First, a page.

urine collection in children

Last edited 07/2022 and last reviewed 07/2022

Urine collection in children (1)

  • take urine samples from children and young people before they are given antibiotics
  • babies and children with a high risk of serious illness should have a urine sample taken, but treatment should not be delayed if a urine sample cannot be obtained
  • use a clean catch method for urine collection wherever possible
  • if a clean catch urine sample is not possible, use other non-invasive methods such as urine collection pads. It is important to follow the manufacturer's instructions when using urine collection pad
  • do not use cotton wool balls, gauze or sanitary towels to collect urine from babies and children
  • use catheter samples or suprapubic aspiration (SPA) when it is not possible or practical to collect urine by non-invasive methods. Use ultrasound guidance to confirm that there is urine in the bladder before SPA

Urine testing

Use dipstick testing for babies and children between 3 months and 3 years with suspected UTI, and:

  • if both leukocyte esterase and nitrite are negative:
    • do not give antibiotics
    • do not send a urine sample for microscopy and culture unless at least 1 of the criteria below apply:
      • Send urine samples for culture if a baby or child:
        • is thought to have acute upper UTI (pyelonephritis)
        • has a high to intermediate risk of serious illness
        • is under 3 months old
        • has a positive result for leukocyte esterase or nitrite
        • has recurrent UTI
        • has an infection that does not respond to treatment within 24 to 48 hours, if no sample has already been sent
        • has clinical symptoms and signs but dipstick tests do not correlate
  • if leukocyte esterase or nitrite, or both are positive:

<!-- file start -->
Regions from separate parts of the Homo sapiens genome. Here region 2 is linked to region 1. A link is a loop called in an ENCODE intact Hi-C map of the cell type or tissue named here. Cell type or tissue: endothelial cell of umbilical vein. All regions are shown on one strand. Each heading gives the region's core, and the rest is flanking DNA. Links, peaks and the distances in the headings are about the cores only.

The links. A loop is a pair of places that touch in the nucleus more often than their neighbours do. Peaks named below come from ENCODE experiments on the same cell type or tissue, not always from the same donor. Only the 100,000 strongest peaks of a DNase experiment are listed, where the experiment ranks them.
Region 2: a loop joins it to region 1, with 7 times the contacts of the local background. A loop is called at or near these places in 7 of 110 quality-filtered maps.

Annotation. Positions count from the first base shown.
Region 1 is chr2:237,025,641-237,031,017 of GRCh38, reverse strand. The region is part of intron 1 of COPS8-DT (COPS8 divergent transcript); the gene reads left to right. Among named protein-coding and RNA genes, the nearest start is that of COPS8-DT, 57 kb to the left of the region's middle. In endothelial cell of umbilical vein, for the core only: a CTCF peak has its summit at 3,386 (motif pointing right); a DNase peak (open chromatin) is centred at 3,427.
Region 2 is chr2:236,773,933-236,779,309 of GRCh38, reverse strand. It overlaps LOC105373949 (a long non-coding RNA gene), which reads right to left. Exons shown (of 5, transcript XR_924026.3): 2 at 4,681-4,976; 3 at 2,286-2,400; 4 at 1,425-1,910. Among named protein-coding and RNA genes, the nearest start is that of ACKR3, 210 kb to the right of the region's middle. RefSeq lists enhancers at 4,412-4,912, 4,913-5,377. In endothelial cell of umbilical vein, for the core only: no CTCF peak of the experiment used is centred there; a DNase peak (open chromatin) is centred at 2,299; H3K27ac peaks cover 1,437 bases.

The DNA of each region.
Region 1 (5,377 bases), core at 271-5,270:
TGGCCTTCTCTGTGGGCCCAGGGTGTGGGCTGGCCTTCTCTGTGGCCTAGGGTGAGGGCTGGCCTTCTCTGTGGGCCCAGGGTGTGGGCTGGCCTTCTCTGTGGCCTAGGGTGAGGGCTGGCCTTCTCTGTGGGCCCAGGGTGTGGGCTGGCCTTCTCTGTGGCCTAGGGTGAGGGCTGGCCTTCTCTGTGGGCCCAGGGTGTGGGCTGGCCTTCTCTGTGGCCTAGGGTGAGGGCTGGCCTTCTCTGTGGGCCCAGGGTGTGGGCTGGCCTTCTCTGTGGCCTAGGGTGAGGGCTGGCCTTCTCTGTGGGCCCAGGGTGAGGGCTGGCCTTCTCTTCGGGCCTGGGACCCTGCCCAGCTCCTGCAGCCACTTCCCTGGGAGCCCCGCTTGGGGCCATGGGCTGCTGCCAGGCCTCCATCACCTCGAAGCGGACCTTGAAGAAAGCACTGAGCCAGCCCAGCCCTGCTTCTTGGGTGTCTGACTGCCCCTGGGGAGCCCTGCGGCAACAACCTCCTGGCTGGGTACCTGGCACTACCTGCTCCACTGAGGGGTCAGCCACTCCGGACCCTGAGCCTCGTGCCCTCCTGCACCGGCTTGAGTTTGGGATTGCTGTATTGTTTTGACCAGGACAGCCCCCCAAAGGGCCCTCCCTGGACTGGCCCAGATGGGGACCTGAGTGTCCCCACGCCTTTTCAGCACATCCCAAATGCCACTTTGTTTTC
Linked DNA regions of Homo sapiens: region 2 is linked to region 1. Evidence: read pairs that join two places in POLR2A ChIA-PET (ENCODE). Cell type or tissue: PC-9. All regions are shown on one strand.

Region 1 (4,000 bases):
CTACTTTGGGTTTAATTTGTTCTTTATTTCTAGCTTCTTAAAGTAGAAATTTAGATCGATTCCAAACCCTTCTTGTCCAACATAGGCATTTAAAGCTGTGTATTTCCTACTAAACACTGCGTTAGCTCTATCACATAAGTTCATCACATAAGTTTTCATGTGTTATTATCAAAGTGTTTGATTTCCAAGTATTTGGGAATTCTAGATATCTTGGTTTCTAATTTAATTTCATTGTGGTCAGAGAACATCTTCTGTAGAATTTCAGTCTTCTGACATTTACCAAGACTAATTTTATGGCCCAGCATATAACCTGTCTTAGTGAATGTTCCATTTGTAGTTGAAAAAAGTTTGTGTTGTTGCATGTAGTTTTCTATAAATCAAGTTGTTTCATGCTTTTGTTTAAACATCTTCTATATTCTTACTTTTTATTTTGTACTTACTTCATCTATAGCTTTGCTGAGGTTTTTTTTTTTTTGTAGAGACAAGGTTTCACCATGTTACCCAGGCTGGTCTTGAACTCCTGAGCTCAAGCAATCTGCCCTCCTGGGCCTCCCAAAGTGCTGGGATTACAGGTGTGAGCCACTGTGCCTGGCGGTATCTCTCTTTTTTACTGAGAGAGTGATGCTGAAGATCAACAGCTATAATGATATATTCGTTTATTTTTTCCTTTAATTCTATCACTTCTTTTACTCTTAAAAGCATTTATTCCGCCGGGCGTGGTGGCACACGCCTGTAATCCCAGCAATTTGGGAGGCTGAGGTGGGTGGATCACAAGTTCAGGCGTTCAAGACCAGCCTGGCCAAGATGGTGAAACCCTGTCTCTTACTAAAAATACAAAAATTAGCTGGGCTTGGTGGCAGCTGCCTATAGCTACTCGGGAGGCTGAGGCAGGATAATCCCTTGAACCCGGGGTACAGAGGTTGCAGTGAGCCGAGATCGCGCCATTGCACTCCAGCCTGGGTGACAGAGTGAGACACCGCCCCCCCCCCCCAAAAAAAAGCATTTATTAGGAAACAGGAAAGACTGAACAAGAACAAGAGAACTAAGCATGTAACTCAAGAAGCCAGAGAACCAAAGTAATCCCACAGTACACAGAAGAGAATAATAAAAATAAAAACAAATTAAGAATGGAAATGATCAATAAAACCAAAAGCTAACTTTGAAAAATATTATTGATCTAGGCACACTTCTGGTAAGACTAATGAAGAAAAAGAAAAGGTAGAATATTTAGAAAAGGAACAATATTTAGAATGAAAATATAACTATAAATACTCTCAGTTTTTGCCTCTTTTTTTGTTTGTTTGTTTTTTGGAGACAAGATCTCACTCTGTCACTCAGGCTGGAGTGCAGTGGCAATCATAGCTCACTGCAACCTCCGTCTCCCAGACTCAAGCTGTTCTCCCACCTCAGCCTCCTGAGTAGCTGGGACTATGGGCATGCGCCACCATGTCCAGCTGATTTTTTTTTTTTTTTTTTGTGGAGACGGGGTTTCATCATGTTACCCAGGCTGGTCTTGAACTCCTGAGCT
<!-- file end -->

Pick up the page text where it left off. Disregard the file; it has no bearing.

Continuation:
• send the urine sample for culture
    • give antibiotics

Use the urine-testing strategy for children aged 3 years or older shown in table below:

Urine dipstick testing strategies for children 3 years or older

Urine dipstick test result


Leukocyte esterase and nitrite are both positive

Assume the child has a urinary tract infection (UTI) and give them antibiotics. If the child has a high or intermediate risk of serious illness or a history of previous UTI, send a urine sample for culture.

Leukocyte esterase is negative and nitrite is positive

Give the child antibiotics if the urine test was carried out on a fresh urine sample. Send a urine sample for culture. Subsequent management will depend on the result of urine culture.

Leukocyte esterase is positive and nitrite is negative

Send a urine sample for microscopy and culture. Do not give the child antibiotics unless there is good clinical evidence of a UTI (for example, obvious urinary symptoms). A positive leukocyte esterase result may indicate an infection outside the urinary tract that may need to be managed differently.

Leukocyte esterase and nitrite are both negative

Assume the child does not have a UTI. Do not give the child antibiotics for a UTI or send a urine sample for culture. Explore other possible causes of the child's illness.

For detailed guidance then see NICE (July 2022). Urinary tract infection in under 16s: diagnosis and management